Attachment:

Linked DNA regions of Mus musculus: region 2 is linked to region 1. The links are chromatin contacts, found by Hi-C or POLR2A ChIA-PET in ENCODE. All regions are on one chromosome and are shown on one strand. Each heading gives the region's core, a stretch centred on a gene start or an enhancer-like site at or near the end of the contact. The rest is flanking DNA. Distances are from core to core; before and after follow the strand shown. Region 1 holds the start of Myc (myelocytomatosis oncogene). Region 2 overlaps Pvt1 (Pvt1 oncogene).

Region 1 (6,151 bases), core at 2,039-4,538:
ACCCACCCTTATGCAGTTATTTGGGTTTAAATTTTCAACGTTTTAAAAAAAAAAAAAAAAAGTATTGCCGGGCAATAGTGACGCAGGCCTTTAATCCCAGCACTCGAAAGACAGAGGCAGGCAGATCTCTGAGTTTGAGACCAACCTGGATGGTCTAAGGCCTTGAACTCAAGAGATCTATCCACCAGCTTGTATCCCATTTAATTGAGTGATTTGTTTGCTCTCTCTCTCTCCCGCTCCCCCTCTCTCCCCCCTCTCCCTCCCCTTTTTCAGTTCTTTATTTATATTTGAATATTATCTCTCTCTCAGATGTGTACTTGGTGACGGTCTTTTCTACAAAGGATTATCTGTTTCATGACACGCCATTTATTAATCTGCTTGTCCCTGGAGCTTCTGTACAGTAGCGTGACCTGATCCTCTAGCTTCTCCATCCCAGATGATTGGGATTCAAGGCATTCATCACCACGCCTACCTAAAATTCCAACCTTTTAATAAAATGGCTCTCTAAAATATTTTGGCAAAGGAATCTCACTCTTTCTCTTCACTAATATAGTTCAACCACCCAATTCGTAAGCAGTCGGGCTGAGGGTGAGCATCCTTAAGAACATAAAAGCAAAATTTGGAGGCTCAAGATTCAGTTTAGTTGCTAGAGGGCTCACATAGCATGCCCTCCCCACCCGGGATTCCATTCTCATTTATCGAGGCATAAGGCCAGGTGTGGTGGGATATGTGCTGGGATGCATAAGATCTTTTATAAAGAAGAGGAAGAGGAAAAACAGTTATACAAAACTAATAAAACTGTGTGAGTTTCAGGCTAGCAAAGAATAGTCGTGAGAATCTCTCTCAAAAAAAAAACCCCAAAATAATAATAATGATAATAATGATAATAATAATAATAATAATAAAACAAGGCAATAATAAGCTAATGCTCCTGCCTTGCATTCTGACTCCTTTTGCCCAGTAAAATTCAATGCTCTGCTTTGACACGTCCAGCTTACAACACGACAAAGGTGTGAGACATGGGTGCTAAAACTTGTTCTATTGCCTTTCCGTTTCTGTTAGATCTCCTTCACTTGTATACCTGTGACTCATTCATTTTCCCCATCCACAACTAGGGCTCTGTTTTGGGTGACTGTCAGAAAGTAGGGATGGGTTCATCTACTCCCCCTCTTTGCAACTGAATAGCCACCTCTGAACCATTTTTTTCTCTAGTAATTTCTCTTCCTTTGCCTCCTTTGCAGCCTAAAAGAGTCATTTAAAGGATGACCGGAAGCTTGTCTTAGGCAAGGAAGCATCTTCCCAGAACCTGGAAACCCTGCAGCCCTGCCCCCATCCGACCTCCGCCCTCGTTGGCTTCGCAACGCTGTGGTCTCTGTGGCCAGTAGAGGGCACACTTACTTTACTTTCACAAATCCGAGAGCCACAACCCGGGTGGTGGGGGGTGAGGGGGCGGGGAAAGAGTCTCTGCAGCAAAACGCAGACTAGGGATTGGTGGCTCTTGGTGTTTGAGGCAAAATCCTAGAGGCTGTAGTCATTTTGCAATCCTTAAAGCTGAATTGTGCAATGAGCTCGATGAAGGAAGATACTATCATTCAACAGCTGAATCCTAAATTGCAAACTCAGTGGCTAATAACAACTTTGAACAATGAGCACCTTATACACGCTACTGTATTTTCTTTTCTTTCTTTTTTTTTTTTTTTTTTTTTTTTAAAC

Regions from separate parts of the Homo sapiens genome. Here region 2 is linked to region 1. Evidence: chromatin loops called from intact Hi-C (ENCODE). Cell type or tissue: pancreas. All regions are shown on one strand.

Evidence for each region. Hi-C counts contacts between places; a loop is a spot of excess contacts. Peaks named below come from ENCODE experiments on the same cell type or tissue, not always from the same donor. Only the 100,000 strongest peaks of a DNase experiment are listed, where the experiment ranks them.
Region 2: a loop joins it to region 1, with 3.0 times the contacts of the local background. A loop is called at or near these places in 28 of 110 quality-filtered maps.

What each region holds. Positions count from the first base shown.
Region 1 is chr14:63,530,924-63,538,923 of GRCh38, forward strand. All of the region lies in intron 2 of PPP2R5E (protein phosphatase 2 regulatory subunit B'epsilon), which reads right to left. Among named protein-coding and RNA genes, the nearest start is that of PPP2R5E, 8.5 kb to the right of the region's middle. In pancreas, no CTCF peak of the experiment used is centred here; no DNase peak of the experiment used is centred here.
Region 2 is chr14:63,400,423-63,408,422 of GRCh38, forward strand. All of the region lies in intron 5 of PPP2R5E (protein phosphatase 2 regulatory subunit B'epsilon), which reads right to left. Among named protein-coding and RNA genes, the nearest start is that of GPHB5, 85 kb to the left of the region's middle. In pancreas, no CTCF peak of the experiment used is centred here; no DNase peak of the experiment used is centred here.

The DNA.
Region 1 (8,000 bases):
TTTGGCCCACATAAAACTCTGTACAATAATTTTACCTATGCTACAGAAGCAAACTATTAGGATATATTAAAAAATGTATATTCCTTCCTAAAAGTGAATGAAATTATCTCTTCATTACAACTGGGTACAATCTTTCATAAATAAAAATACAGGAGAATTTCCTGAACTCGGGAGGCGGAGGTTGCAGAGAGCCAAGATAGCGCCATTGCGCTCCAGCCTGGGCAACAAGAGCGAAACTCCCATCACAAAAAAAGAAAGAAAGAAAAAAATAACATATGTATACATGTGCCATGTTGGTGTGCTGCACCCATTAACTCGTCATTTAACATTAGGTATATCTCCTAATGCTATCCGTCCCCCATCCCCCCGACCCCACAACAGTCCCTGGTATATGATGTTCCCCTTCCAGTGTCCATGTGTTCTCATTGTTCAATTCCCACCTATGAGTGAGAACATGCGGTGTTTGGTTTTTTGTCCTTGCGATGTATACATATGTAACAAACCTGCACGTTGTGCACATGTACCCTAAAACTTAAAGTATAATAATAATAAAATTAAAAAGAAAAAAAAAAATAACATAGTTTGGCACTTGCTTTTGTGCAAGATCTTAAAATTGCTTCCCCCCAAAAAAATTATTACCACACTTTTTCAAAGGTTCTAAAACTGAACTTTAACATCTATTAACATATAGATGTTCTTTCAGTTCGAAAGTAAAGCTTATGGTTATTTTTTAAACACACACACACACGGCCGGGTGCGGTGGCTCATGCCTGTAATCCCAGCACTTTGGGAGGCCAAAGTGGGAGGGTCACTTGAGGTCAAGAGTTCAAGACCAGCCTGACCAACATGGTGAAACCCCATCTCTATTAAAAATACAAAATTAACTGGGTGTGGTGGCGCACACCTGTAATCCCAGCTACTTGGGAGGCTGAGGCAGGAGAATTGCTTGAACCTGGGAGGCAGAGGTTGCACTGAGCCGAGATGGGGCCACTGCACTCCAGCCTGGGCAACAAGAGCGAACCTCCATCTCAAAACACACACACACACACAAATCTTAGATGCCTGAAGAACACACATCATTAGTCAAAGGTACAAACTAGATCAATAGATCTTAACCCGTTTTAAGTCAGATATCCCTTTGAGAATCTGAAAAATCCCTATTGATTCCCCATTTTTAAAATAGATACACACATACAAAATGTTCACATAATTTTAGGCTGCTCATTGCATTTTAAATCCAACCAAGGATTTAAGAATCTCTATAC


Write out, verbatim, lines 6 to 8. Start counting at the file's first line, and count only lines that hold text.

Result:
Region 2: a loop joins it to region 1, with 3.0 times the contacts of the local background. A loop is called at or near these places in 28 of 110 quality-filtered maps.

What each region holds. Positions count from the first base shown.
Region 1 is chr14:63,530,924-63,538,923 of GRCh38, forward strand. All of the region lies in intron 2 of PPP2R5E (protein phosphatase 2 regulatory subunit B'epsilon), which reads right to left. Among named protein-coding and RNA genes, the nearest start is that of PPP2R5E, 8.5 kb to the right of the region's middle. In pancreas, no CTCF peak of the experiment used is centred here; no DNase peak of the experiment used is centred here.